Today, we are seeing thousands of patients get root canal treatment even when there really is no need for them to do so. The reason for this is that the dental profession sometimes misconstrues gum tissue abscesses as nerve abscesses. In fact, gum tissue can easily be healed without root canal treatment.

Why is the dental profession very zealous in prescribing root canals? Obviously, there is some economic pressure behind this – root canals are expensive. On the other hand, gum abscess can be cleared up by the cleaning the area of the infection or with the use of an antibiotic. Either way, these fixes are less costly, simpler and perhaps better for the long-run.

Differentiating between gum abscess and nerve abscess is not exactly easy. One way to do so is with the use of an irrigating device that flushes out the infection. If the swelling starts to go away, then there is more likely a gum abscess, and the infection is already healing. But if symptoms persist, professional care is necessary.

Before actually getting a root canal treatment, first make sure that you really need the procedure. There are specific signs and symptoms that a patient can watch out for. First, and perhaps the most obvious is if the affected tooth has recently darkened in color because this mostly means that nerve damage has already occurred.

Also, check for tooth sensitivity to heat that can be relieved by cold. If hot liquid makes the tooth hurt and a colder one eases or eliminates the pain, there is most likely nerve damage. Another indicator of nerve damage is if the tooth is sensitive to pressure, like when it is pushed toward the jawbone with the fingertip. Take note, though, that these tests are not conclusive.

After some period of careful cleaning with a soft toothbrush and rinsing with salt water, and the symptoms still exist, then you most definitely need to see a dentist. However, before a dentist can tell you that you need to get root canal treatment, make sure that you were able to go through the following steps.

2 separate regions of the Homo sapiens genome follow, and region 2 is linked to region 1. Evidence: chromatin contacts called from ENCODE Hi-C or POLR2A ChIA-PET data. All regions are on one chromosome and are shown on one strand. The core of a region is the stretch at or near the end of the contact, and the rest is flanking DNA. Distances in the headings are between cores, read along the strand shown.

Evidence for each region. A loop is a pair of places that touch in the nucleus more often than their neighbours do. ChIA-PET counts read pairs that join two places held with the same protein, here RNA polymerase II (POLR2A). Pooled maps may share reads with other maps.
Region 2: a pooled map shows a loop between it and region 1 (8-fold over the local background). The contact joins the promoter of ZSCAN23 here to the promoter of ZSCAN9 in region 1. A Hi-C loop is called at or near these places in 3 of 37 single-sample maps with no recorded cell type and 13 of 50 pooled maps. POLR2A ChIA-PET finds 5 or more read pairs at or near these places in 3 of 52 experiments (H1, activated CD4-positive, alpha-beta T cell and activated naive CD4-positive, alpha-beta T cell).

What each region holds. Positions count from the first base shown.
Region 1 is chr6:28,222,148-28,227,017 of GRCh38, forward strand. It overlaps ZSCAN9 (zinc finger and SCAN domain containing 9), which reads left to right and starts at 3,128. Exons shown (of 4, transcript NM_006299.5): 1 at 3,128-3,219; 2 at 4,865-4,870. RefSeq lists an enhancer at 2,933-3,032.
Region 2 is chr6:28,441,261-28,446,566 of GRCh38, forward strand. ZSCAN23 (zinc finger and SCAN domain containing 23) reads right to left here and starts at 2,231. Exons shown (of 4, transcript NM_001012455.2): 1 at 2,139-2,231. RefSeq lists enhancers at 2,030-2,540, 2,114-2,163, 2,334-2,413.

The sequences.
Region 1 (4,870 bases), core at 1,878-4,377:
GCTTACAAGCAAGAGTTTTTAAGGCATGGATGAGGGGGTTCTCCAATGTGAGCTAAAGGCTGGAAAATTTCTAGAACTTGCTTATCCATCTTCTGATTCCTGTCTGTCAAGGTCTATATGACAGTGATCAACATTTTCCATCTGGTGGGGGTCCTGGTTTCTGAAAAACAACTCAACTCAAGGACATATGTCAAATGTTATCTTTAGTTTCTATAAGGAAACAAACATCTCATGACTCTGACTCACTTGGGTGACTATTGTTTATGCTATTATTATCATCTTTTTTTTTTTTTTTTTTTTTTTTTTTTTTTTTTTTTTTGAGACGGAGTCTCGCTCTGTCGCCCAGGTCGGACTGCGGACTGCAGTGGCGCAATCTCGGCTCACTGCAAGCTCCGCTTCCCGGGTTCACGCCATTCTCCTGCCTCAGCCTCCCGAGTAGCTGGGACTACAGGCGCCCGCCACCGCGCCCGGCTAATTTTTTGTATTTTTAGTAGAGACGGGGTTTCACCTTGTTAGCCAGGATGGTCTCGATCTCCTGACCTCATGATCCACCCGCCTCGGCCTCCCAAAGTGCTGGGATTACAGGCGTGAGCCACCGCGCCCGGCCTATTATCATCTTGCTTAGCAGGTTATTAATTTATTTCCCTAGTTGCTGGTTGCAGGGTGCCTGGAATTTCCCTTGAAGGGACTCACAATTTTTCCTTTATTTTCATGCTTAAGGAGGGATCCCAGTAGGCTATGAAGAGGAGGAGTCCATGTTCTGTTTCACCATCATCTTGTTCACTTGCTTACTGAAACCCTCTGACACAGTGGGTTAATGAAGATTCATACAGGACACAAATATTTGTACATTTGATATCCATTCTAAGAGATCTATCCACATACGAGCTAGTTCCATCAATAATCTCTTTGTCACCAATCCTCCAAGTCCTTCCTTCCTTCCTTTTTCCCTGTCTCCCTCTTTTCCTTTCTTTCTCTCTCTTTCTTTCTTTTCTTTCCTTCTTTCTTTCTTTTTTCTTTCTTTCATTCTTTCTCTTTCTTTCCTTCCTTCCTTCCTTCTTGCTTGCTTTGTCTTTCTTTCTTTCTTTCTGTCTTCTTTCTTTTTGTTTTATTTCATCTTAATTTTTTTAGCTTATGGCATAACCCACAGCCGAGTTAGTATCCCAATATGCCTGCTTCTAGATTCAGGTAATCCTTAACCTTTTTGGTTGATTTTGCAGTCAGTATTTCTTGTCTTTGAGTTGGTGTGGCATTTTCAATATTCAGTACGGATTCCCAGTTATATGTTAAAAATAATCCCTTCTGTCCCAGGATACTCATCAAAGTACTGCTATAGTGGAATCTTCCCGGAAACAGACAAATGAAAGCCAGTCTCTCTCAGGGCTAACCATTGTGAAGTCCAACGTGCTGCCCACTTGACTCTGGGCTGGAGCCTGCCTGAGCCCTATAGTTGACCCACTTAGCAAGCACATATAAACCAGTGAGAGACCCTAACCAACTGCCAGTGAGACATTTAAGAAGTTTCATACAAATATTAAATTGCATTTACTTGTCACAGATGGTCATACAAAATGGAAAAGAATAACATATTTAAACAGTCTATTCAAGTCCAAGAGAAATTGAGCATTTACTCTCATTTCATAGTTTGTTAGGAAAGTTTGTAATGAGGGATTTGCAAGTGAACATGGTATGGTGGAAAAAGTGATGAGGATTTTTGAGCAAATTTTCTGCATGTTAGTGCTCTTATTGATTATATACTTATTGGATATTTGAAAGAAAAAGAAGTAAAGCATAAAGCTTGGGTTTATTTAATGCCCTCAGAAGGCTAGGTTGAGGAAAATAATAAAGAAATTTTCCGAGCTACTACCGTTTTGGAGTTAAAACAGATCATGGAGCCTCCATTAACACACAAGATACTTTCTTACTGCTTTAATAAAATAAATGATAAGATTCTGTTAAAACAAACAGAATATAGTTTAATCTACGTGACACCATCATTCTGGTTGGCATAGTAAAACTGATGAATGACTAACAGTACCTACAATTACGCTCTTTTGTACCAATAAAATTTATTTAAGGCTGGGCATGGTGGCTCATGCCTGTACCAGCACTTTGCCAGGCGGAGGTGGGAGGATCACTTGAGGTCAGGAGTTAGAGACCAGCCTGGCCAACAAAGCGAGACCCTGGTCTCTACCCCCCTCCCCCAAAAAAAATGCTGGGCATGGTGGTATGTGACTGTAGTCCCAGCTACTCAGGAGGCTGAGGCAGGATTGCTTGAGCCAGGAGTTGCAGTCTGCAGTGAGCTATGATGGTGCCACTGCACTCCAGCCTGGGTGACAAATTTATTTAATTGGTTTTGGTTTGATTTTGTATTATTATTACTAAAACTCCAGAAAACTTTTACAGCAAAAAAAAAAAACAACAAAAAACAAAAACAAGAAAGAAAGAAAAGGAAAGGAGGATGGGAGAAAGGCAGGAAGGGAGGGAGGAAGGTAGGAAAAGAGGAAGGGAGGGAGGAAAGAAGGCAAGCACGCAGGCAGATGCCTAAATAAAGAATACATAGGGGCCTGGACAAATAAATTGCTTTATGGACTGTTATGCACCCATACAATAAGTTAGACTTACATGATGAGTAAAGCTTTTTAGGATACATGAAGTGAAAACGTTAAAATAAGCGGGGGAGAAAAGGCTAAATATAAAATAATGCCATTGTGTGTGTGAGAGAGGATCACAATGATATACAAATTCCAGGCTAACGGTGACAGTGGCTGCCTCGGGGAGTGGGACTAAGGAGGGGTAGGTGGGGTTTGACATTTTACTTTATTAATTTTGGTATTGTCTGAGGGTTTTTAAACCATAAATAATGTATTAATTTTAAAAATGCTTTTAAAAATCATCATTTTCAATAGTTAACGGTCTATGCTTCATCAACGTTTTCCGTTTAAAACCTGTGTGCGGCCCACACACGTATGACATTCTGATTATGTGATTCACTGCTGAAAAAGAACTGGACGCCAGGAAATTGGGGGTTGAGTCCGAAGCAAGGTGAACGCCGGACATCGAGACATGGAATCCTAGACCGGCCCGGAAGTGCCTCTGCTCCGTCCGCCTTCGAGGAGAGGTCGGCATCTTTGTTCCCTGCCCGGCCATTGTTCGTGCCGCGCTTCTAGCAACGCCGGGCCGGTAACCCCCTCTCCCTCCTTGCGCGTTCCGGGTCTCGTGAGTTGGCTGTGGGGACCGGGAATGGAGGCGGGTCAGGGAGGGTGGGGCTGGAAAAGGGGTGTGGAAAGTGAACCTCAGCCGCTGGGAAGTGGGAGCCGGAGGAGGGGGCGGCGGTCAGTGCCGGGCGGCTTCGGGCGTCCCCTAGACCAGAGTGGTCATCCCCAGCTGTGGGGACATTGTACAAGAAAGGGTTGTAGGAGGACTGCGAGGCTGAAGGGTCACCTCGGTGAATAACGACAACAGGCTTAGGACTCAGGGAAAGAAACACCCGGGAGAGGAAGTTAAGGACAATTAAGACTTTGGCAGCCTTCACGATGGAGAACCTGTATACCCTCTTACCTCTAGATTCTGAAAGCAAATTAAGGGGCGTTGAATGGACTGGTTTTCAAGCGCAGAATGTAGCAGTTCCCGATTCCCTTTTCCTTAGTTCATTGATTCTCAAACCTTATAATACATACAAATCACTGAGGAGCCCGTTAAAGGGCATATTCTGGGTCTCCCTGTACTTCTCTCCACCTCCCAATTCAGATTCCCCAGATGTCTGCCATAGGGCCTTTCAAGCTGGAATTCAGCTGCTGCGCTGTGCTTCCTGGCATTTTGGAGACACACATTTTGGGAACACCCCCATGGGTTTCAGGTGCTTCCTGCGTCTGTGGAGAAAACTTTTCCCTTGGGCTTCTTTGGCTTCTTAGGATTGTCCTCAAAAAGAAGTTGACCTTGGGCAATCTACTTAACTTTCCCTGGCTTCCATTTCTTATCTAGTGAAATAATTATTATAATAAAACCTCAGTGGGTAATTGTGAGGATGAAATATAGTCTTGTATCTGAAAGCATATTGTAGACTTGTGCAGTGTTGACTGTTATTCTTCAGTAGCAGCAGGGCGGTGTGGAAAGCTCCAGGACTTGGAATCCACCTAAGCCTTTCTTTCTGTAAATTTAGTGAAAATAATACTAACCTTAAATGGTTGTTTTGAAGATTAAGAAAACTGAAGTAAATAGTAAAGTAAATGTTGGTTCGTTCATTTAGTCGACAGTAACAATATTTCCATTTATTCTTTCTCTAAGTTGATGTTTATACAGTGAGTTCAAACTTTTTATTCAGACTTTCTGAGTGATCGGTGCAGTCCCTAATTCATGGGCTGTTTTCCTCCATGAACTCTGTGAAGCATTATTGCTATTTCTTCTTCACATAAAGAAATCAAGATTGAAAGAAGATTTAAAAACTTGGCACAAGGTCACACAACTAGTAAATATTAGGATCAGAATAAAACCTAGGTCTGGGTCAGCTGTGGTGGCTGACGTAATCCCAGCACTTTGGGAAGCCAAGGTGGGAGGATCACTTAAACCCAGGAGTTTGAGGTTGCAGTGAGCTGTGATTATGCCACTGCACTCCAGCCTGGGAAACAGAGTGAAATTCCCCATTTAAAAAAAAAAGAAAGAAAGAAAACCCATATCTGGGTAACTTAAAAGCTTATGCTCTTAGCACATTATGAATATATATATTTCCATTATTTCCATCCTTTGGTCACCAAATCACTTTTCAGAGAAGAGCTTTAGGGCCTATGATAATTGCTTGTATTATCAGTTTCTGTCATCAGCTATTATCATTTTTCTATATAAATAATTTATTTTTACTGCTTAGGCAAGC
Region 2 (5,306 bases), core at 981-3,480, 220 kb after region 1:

1. The dentist was able to perform a careful visual exam of the teeth to check for color changes.
2. The dentist was able to check for temperature sensitivity, particularly in hot and cold sensitivity.
3. The dentist was able to observe additional sensitivity to pressure, either from pushing or tapping on the affected tooth or from biting.
4. The dentist was able to carefully x-ray the areas in question. Take note: never allow the dentist to let you get root canal merely from an x-ray diagnosis. There are times when a tooth appears to need it on x-ray, but can actually heal without it.
5. The dentist was able to test the tooth with an electronic nerve tester. This is a simple device that measures the ability of the nerve to react to a mild electrical stimulus.

If the dentist has not assessed the nerve in these ways and recommends root canal therapy, it would be best to first discuss the decision with the dental professional. If they refuse to do the tests, never permit to start the treatment because your full commitment is needed once the treatment starts. There is no backing out halfway through the therapy.

A patient who has gone through and tested positive in all these tests is most likely 99 percent sure that root canal therapy is necessary. However, if one or two of the indicators are not conclusive, it is generally best to wait things out for a while. In most cases, the situation will just resolve itself.

Author's Bio: 

is a full-time author and part-time blogger who like to put his review on various topics.